Innovation is the main event of the modern age, the reason we experience both dramatic improvements in our living standards and unsettling changes in our society. Innovation will shape the twenty-first century. Yet innovation remains a mysterious process, poorly understood by policy makers and businessmen alike. Dr. Ridley argues that we need to see innovation as an incremental, bottom-up, fortuitous process that happens as a direct result of the human habit of exchange, rather than an orderly, top-down process developing according to a plan.
The Free Market Institute welcomed Matt Ridley, best-selling author and member of the Science and Technology Select Committee for the UK House of Lords, to present an FMI Public Speaker Series lecture at Texas Tech University on November 2, 2021, based on his book, How Innovation Works: And Why It Flourishes in Freedom.
Finger-wagging moralizers say the love of money is the root of all evil. They assume that making a lot of money requires exploiting others, and that the best way to wash off the resulting stain is to give a lot of it away. In his recently published book, Why It's OK to Want to Be Rich, Jason Brennan shows that the moralizers have it backwards. He argues that, in general, the more money you make, the more you already do for others, and that even an average wage earner is productively “giving back” to society just by doing her job.
The Free Market Institute welcomed Jason Brennan, Robert J. and Elizabeth Flanagan Family Term Professor of Strategy, Economics, Ethics, and Public Policy at Georgetown University, to present an FMI Public Speaker Series lecture at Texas Tech University on September 30, 2021, based on his book, Why It's OK to Want to Be Rich.
Since taking power in 1959 the communist regime in Cuba has excelled at only two things: Repression and Propaganda. Everything else, from healthcare and education to racial equality and economic development has been a bust. Fidel Castro was a narcissistic sociopath who lived a life of luxury while Cubans suffered dire privation.
Why most Americans don't know any of this is a testament to six decades of skillful control of the narrative from Havana with a lot of help from American journalists and academics. Now a crack in the facade is bringing the whole thing down. Where does Cuba go from here?
The Free Market Institute welcomed Mary Anastasia O'Grady, Editorial Board Member and author of the “Americas” column for The Wall Street Journal, to present an FMI Public Speaker Series lecture at Texas Tech University on September 16, 2021, co-sponsored by the TTU College of Media & Communication and Liberty Fund, Inc.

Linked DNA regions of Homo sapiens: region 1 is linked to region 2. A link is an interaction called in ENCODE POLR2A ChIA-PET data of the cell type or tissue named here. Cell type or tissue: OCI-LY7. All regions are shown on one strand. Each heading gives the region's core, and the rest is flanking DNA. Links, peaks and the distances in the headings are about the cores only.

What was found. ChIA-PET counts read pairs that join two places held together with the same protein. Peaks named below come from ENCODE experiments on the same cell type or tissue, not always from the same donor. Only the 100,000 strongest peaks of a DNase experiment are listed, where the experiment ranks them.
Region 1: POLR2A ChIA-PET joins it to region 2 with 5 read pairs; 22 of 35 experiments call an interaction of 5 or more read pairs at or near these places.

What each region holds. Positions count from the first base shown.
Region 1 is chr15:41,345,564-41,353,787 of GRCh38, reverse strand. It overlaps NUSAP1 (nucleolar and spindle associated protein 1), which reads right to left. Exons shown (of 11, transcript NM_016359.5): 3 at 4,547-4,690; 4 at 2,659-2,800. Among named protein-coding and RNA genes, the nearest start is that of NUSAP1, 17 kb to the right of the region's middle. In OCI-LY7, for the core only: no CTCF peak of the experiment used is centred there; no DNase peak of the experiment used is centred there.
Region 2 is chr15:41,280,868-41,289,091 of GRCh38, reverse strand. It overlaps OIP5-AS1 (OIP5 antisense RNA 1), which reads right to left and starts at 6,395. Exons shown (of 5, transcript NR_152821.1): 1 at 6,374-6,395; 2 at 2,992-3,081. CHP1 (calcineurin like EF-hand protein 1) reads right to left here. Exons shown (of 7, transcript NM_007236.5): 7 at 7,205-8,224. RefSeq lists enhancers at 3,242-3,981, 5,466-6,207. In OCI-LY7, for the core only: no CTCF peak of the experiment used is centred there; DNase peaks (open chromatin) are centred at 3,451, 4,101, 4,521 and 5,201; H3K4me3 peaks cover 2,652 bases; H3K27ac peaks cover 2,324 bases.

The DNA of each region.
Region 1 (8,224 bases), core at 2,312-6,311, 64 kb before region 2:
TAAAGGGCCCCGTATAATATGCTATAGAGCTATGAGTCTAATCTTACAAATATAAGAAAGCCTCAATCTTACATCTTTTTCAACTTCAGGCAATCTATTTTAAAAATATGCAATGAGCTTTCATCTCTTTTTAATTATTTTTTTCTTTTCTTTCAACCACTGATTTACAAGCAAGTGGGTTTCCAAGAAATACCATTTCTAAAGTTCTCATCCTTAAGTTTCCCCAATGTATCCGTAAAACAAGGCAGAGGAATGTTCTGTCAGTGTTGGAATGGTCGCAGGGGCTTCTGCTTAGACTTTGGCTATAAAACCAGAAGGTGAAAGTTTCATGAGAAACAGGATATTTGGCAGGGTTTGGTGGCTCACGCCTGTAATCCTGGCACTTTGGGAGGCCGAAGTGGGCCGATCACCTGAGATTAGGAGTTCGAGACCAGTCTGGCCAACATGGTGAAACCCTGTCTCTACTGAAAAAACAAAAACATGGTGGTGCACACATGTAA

Some of us must risk everything for the fundamentals of freedom, dignity, and justice. We must all fight against tyranny. Everything must be taught, even the fundamentals we sometimes take for granted: freedom, compassion, love. For Yeonmi Park, growing up in North Korea, right vs. wrong, justice vs. injustice—these weren't concepts inherently understood or taught. Telling her electrifying story of escape from North Korea, Park explains that the life she left there was "a totally different planet." There's only one definition of love in North Korea—"love for the Dear Leader." Romantic love doesn't exist as a concept or possibility. And for most North Koreans, neither does freedom.
The Free Market Institute welcomed North Korean defector and human rights activist, Yeonmi Park, for a public lecture on April 26, 2021, to recount the incredible story told in her searing memoir, In Order to Live: A North Korean Girl's Journey to Freedom (September 2016).
What is property, and why does our species have it? Bart J. Wilson explores how humans acquire, perceive, and know the custom of property, and why this might be relevant to understanding how property works in the twenty-first century. Arguing that neither the sciences nor the humanities synthesizes a full account of property, Dr. Wilson offers a cross-disciplinary compromise that is sure to be controversial: Property is a universal and uniquely human custom.
The Free Market Institute hosted Bart J. Wilson, Donald P. Kennedy Endowed Chair in Economics and Law at Chapman University, on March 30, 2021, to present a public lecture based on his book, The Property Species: Mine, Yours, and the Human Mind (August 2020), to explain why people claim things as "Mine!", and what that means for our humanity.
The price of bitcoin soared from around $9,000 in January 2020 to an astounding $40,000 in January 2021. It is currently around $32,000. Naturally, many are left scratching their heads. Why has the price of bitcoin fluctuated so much over the last year? Why does it remain so valuable today? Dr. Luther considers the fundamental value of bitcoin—and various factors affecting it.
The Free Market Institute hosted William J. Luther, Assistant Professor of Economics at Florida Atlantic University, for a public lecture on February 4, 2021, on the economics of bitcoin.